Childhood Decisions In Mary Shelley's Life

698 Words3 Pages
Mary Shelley, with no doubt, lived a hard life filled with sorrow and despair. Her mother died during childbirth. She had a stepmother that she never got along with (“Mary Wollstonecraft Shelley”). Her adult life decisions led to the alienation of her father and her own home town. These actions contributed to one of her greatest Gothic Literature novels, Frankenstein (“Mary Shelley”). Mary Shelley 's relationships with her parents, her husband, and other writers influenced her to write her novel Frankenstein. As mentioned earlier, Shelley’s mother died during childbirth, leaving Shelley and her father alone. This was a big impact on Shelley’s life. She never really knew her mother, thus giving her the feeling of not knowing the love of…show more content…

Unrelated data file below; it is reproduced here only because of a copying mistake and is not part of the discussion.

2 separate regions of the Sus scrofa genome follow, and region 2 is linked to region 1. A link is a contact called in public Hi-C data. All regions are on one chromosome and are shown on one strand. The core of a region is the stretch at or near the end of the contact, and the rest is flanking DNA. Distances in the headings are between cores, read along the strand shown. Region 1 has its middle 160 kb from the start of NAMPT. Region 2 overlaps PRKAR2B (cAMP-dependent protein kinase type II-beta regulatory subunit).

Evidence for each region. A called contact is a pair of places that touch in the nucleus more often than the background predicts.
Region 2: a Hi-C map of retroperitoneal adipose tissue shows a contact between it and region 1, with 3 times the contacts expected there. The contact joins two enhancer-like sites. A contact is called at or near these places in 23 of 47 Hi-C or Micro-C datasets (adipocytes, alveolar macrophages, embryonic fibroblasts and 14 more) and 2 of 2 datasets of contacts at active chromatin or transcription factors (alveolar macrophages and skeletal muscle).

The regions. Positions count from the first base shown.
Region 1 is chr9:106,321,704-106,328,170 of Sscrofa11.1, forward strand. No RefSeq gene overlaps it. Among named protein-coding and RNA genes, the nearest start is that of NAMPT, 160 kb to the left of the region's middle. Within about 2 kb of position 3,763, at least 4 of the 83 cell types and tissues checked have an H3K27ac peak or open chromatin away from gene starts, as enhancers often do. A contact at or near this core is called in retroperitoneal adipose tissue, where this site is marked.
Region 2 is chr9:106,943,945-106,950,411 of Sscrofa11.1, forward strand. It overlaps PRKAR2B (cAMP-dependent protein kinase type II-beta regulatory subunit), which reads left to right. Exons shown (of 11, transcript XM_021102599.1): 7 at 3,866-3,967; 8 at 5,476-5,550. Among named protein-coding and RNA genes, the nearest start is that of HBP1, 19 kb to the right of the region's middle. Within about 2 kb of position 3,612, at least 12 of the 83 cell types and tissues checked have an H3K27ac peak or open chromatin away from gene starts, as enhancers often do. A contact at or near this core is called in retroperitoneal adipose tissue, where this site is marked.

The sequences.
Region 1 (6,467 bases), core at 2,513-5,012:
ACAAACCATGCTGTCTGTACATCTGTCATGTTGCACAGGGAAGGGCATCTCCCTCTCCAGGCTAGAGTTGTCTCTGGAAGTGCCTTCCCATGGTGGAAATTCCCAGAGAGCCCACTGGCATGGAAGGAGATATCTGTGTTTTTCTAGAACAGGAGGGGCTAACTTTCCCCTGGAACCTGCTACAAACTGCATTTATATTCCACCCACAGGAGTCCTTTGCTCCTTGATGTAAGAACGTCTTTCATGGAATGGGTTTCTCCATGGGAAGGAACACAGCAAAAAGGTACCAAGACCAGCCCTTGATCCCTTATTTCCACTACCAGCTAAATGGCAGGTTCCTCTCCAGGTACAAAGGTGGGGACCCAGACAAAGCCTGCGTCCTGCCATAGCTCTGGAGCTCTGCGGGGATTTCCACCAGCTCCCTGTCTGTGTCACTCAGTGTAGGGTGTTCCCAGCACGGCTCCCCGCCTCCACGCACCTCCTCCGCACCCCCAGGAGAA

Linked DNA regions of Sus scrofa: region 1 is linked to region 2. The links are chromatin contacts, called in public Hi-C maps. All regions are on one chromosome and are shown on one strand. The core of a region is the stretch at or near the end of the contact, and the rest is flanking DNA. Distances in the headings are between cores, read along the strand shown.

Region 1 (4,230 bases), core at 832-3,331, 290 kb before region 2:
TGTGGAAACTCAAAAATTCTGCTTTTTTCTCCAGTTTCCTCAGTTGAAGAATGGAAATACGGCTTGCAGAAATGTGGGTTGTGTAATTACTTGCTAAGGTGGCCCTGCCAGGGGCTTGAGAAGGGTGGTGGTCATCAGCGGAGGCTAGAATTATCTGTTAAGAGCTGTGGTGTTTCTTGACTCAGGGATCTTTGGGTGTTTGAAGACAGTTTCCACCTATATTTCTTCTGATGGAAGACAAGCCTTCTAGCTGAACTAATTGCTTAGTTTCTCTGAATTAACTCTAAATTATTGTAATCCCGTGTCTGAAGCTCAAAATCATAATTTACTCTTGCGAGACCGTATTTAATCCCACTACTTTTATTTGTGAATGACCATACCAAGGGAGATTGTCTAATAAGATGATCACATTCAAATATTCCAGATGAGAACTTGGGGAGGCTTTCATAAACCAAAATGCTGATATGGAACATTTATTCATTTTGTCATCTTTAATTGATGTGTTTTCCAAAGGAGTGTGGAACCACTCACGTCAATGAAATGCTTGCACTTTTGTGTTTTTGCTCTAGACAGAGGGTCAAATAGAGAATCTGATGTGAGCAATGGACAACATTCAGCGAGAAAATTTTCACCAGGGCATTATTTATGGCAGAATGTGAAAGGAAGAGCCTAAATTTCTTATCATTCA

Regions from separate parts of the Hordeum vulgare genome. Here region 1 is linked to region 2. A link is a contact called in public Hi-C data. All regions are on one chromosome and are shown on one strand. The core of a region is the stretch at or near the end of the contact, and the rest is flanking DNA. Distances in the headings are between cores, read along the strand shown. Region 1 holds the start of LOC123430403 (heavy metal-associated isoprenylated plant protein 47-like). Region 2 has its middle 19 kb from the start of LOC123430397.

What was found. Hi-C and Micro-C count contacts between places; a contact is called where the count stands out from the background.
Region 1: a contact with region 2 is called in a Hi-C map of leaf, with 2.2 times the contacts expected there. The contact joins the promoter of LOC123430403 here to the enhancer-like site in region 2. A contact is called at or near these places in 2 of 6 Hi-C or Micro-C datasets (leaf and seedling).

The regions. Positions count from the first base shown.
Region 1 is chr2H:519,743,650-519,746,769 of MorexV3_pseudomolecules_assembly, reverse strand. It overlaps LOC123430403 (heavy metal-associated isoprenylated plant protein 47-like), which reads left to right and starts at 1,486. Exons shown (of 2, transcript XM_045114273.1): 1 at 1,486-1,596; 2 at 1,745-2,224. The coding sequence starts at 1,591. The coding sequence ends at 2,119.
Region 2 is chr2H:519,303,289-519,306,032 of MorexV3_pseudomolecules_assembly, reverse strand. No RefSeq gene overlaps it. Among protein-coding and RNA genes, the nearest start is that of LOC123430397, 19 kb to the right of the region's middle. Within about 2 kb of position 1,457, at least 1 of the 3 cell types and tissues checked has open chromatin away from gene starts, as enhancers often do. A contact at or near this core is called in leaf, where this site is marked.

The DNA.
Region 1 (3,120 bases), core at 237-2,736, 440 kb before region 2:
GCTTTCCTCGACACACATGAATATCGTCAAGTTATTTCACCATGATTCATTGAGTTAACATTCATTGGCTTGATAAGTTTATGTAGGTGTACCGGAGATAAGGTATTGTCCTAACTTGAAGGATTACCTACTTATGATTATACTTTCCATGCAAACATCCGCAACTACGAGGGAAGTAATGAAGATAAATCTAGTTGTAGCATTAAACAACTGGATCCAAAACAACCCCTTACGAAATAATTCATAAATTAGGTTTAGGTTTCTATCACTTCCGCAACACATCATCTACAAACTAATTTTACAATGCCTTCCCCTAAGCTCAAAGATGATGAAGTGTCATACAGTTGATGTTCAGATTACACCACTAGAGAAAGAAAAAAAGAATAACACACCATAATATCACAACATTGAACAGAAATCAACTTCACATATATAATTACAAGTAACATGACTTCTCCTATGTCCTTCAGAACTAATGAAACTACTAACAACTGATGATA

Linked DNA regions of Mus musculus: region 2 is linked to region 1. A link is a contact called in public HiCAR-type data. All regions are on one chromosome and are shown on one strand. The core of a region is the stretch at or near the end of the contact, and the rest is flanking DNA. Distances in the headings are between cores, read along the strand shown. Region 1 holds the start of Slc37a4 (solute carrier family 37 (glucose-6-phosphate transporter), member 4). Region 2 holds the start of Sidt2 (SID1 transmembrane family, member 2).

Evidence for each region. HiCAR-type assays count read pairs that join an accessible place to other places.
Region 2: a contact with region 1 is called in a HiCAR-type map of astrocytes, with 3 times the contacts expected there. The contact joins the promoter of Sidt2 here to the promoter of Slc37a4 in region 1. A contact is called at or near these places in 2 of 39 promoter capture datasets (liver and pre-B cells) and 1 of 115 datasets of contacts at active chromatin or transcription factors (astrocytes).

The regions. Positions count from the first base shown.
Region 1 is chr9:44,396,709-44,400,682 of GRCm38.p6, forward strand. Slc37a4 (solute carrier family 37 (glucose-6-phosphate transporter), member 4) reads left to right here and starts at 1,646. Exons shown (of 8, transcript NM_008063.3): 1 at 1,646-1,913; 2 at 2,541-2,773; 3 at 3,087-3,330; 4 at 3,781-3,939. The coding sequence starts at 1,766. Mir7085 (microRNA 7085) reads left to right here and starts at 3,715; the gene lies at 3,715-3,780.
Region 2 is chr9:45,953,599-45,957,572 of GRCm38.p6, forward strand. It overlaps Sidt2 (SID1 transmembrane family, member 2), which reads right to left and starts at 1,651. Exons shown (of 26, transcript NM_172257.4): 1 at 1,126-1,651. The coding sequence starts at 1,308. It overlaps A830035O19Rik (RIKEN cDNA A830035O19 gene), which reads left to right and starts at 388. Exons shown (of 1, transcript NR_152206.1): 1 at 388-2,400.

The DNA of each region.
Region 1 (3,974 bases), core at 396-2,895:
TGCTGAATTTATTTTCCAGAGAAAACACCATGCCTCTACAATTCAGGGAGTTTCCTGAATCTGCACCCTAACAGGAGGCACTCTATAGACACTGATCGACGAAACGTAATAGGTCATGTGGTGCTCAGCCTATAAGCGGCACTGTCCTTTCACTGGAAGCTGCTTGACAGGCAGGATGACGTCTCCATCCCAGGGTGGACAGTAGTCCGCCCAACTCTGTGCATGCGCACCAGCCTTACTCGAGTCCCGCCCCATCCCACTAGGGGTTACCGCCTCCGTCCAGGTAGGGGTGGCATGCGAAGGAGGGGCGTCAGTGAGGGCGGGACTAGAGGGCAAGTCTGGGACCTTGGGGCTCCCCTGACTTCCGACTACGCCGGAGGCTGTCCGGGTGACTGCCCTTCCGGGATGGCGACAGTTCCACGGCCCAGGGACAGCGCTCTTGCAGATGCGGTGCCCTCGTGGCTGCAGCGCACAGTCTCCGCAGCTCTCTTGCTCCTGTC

They rented a home near Lord Byron, whom is a famous writer. While stuck in their home, one stormy afternoon. Byron invited the Shelley’s to come over and have a ghost writing party. He also invited his physician, John Polidori. Many things were discussed during this party, but one topic stuck out like a sore thumb to Shelley. The group went over what would happen if man tried to act as a God; to try and recreate a human being, and how they would accomplish this. At the time, this was a very frightening thought. After one session of the party, Shelley awoke that night to a “waking nightmare”. She saw a man creating a human being, with lightning. She saw herself as this creature, a sad being wandering the world, wondering if she would ever really find acceptance amongst her family and friends. Mary Shelley dealt with a lot; she never really knew her mother and the only mother figure in her life disliked her. Her bad decisions led to the alienation of her family and hometown. Her own relationship felt wrong because of how it began. Mary Shelley’s relationship with her parents, her husband and her influence of other writers led her to create her most famous novel. Her feelings of being abandoned and disowned were expressed in the Creature’s short life. Mary Shelley was a talented, misunderstood
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